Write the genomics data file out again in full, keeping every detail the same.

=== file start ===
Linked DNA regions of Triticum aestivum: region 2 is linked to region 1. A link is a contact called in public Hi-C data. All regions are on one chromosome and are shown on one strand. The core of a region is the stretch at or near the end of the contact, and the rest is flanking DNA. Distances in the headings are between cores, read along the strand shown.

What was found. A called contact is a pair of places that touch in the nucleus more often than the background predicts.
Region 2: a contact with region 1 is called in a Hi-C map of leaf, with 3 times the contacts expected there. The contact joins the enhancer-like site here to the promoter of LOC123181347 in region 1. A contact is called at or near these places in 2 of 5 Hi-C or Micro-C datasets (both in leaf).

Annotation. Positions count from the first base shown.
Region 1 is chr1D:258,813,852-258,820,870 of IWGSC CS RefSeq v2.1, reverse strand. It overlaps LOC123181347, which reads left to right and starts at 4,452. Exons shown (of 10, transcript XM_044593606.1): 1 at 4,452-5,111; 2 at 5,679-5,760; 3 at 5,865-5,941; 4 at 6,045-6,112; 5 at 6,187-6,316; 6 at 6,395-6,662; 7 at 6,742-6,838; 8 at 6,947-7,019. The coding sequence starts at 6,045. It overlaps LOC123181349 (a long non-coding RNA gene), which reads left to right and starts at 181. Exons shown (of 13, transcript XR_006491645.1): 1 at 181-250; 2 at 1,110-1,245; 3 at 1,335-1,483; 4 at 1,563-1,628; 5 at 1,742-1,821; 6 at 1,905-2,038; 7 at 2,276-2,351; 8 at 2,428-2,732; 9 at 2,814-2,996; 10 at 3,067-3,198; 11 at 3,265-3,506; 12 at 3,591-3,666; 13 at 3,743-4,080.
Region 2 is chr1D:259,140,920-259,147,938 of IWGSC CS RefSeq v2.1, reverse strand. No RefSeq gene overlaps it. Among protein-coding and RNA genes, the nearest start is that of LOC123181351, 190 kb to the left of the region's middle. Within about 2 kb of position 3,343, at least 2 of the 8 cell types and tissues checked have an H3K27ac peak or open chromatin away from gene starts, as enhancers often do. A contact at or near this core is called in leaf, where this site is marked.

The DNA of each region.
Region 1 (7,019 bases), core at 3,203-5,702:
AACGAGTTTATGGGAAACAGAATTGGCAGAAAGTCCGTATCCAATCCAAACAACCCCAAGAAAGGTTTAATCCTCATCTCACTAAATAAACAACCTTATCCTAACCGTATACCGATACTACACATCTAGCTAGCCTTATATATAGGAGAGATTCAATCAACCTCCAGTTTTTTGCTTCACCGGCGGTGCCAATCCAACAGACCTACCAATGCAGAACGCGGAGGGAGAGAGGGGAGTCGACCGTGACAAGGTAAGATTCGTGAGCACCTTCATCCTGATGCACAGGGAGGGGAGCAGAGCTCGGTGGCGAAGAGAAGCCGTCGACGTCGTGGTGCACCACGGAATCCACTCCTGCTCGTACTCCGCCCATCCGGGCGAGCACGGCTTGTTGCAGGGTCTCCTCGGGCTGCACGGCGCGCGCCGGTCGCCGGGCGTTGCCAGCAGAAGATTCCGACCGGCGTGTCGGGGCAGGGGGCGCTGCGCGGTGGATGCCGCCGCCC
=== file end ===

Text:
Linked DNA regions of Triticum aestivum: region 2 is linked to region 1. A link is a contact called in public Hi-C data. All regions are on one chromosome and are shown on one strand. The core of a region is the stretch at or near the end of the contact, and the rest is flanking DNA. Distances in the headings are between cores, read along the strand shown.

What was found. A called contact is a pair of places that touch in the nucleus more often than the background predicts.
Region 2: a contact with region 1 is called in a Hi-C map of leaf, with 3 times the contacts expected there. The contact joins the enhancer-like site here to the promoter of LOC123181347 in region 1. A contact is called at or near these places in 2 of 5 Hi-C or Micro-C datasets (both in leaf).

Annotation. Positions count from the first base shown.
Region 1 is chr1D:258,813,852-258,820,870 of IWGSC CS RefSeq v2.1, reverse strand. It overlaps LOC123181347, which reads left to right and starts at 4,452. Exons shown (of 10, transcript XM_044593606.1): 1 at 4,452-5,111; 2 at 5,679-5,760; 3 at 5,865-5,941; 4 at 6,045-6,112; 5 at 6,187-6,316; 6 at 6,395-6,662; 7 at 6,742-6,838; 8 at 6,947-7,019. The coding sequence starts at 6,045. It overlaps LOC123181349 (a long non-coding RNA gene), which reads left to right and starts at 181. Exons shown (of 13, transcript XR_006491645.1): 1 at 181-250; 2 at 1,110-1,245; 3 at 1,335-1,483; 4 at 1,563-1,628; 5 at 1,742-1,821; 6 at 1,905-2,038; 7 at 2,276-2,351; 8 at 2,428-2,732; 9 at 2,814-2,996; 10 at 3,067-3,198; 11 at 3,265-3,506; 12 at 3,591-3,666; 13 at 3,743-4,080.
Region 2 is chr1D:259,140,920-259,147,938 of IWGSC CS RefSeq v2.1, reverse strand. No RefSeq gene overlaps it. Among protein-coding and RNA genes, the nearest start is that of LOC123181351, 190 kb to the left of the region's middle. Within about 2 kb of position 3,343, at least 2 of the 8 cell types and tissues checked have an H3K27ac peak or open chromatin away from gene starts, as enhancers often do. A contact at or near this core is called in leaf, where this site is marked.

The DNA of each region.
Region 1 (7,019 bases), core at 3,203-5,702:
AACGAGTTTATGGGAAACAGAATTGGCAGAAAGTCCGTATCCAATCCAAACAACCCCAAGAAAGGTTTAATCCTCATCTCACTAAATAAACAACCTTATCCTAACCGTATACCGATACTACACATCTAGCTAGCCTTATATATAGGAGAGATTCAATCAACCTCCAGTTTTTTGCTTCACCGGCGGTGCCAATCCAACAGACCTACCAATGCAGAACGCGGAGGGAGAGAGGGGAGTCGACCGTGACAAGGTAAGATTCGTGAGCACCTTCATCCTGATGCACAGGGAGGGGAGCAGAGCTCGGTGGCGAAGAGAAGCCGTCGACGTCGTGGTGCACCACGGAATCCACTCCTGCTCGTACTCCGCCCATCCGGGCGAGCACGGCTTGTTGCAGGGTCTCCTCGGGCTGCACGGCGCGCGCCGGTCGCCGGGCGTTGCCAGCAGAAGATTCCGACCGGCGTGTCGGGGCAGGGGGCGCTGCGCGGTGGATGCCGCCGCCC